News & Commentary

April 30, 2023

Will Ebeler

Will Ebeler is a student at Harvard Law School.

In this weekend’s news and commentary, Hollywood braces for a Writers Guild strike; New York reaches a tentative budget agreement; and a union decertification petition is filed at a Buffalo, New York Starbucks store.

The screenwriters for many of Hollywood’s biggest shows and movies are poised to go on strike Tuesday morning. Earlier in April, the Writers Guild of America, representing roughly 11,500 screenwriters, voted to authorize a strike unless they manage to reach an agreement before May 2. As of Sunday morning, a deal did not appear close.

Writers and studios alike have been preparing for a strike for weeks. Many writers have been rushing to meet deadlines that their studios moved up in advance of the strike. Some, facing the prospect of what could be months without pay, have been trying to find new projects which usually include up-front payments. Television studios, meanwhile, have been pushing to have scripts finalized so that production can continue while the writers strike. They have pushed production to the fall on some series whose scripts are not yet ready. And late-night comedy shows are likely to go off-air if there is a strike. Meanwhile, streaming and movie studios may be less impacted, at least in the short term. Many streaming services have been facing pressure to cut costs and some industry insiders thought they could view a strike as a benefit. Further, because movie studios operate at a longer time scale than television does, they won’t feel the impact of a strike as immediately.

The last time writers authorized a strike, in 2017, the sides ultimately reached an agreement a few hours before a strike began.

Negotiations for a new contract have been ongoing since mid March. Elyse discussed some of the writers’ demands two weeks ago, and this weekend reporters at the New York Times highlighted a new concern driven by the increasing prevalence of artificial intelligence.

The union has two demands related to the use of automation. First, it wants to ensure that no literary material can be written or rewritten by an automated program. The union’s members are concerned most prominently about the possibility of a producer or director modifying a script using a program like ChatGPT, but they also are concerned that eventually studios might start using artificial intelligence to generate scripts entirely. Second, it wants to prevent studios from using automated programs to generate ideas or other source material that would then be adapted by screenwriters.

Other industry workers have flagged their own concerns about the use of automation in film and television. Netflix, for example, has provisions in its contracts with voice actors giving it the right to use a simulation of an actor’s voice “by all technologies and processes now known or hereafter developed, throughout the universe and in perpetuity.” Netflix claims the provision’s purpose is to allow it to modify one actor’s recorded audio to make it sound like another’s, particularly when a new actor fills in an existing role. Actors are now concerned that such language could give Netflix the right to automatically generate entire movies using simulations of an actor’s voice without having to hire a new actor at all.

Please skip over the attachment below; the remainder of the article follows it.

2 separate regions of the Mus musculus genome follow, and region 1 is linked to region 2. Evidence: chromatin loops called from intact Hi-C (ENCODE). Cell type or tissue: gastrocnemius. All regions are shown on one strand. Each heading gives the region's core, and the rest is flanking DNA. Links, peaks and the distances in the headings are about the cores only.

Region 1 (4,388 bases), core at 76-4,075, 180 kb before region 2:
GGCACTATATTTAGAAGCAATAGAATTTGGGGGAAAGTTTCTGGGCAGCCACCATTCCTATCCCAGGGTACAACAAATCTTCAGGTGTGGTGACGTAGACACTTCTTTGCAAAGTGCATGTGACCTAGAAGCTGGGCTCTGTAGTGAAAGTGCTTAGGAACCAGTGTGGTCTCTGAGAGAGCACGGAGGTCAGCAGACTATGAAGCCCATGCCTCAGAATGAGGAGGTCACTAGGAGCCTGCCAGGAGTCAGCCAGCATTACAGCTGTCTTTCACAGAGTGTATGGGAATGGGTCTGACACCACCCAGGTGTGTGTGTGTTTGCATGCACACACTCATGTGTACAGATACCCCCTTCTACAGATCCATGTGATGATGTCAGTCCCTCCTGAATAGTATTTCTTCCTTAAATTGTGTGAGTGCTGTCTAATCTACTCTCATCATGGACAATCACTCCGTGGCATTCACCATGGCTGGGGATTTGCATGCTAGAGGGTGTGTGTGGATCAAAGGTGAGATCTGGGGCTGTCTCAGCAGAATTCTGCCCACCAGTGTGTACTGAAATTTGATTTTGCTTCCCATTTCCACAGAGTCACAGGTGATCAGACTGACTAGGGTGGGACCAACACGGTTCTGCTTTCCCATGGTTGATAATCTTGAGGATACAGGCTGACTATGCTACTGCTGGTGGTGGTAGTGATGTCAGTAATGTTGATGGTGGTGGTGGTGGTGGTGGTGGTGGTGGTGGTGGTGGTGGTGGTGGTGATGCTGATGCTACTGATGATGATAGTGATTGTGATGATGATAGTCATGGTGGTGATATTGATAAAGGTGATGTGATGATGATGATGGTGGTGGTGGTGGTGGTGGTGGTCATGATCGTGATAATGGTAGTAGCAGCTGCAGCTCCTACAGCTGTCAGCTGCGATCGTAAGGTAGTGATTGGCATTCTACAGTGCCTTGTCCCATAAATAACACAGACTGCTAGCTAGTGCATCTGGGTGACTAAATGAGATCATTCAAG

Next, lawmakers in New York reached a tentative budget agreement on Thursday. Governor Hochul and the state legislature have been working to reach a compromise on the state’s budget for several weeks. The bill will raise the statewide minimum wage to $17 by 2027 (it will reach $17 in 2026 for New York City, Long Island, and Westchester County), with future increases tied to inflation. It also amends the state’s bail law to let judges consider “public safety” when setting bail, making it easier to keep people in jail before trial. Governor Hochul won her election last year on a promise to fight crime and viewed the bail law as a top priority in fulfilling that promise. Other provisions in the budget agreement include a ban on natural gas in new buildings; funding for free meals for school children; and increased funding for the Metropolitan Transit Authority. Some details of the agreement are still being worked out, but lawmakers could finalize and approve the budget as early as this week.

Finally, on Friday workers at a Starbucks store in Buffalo, New York petitioned to decertify Workers United as their union representative. The store voted to unionize by an 18-1 vote in April 2022 and is now the third store to submit a decertification petition. An Oklahoma-based Starbucks filed a petition that was dismissed by the NLRB shortly after it was submitted, and earlier this month, a petition from a store in Georgia was withdrawn less than a week after it was submitted. To be valid, a petition must be filed at least a year after the unit’s certification and have proof that at least 30% of the workers support decertification. However, given numerous allegations that the company has failed to bargain in good faith, the union could try to extend the year-long grace period to allow a full year of actual bargaining.

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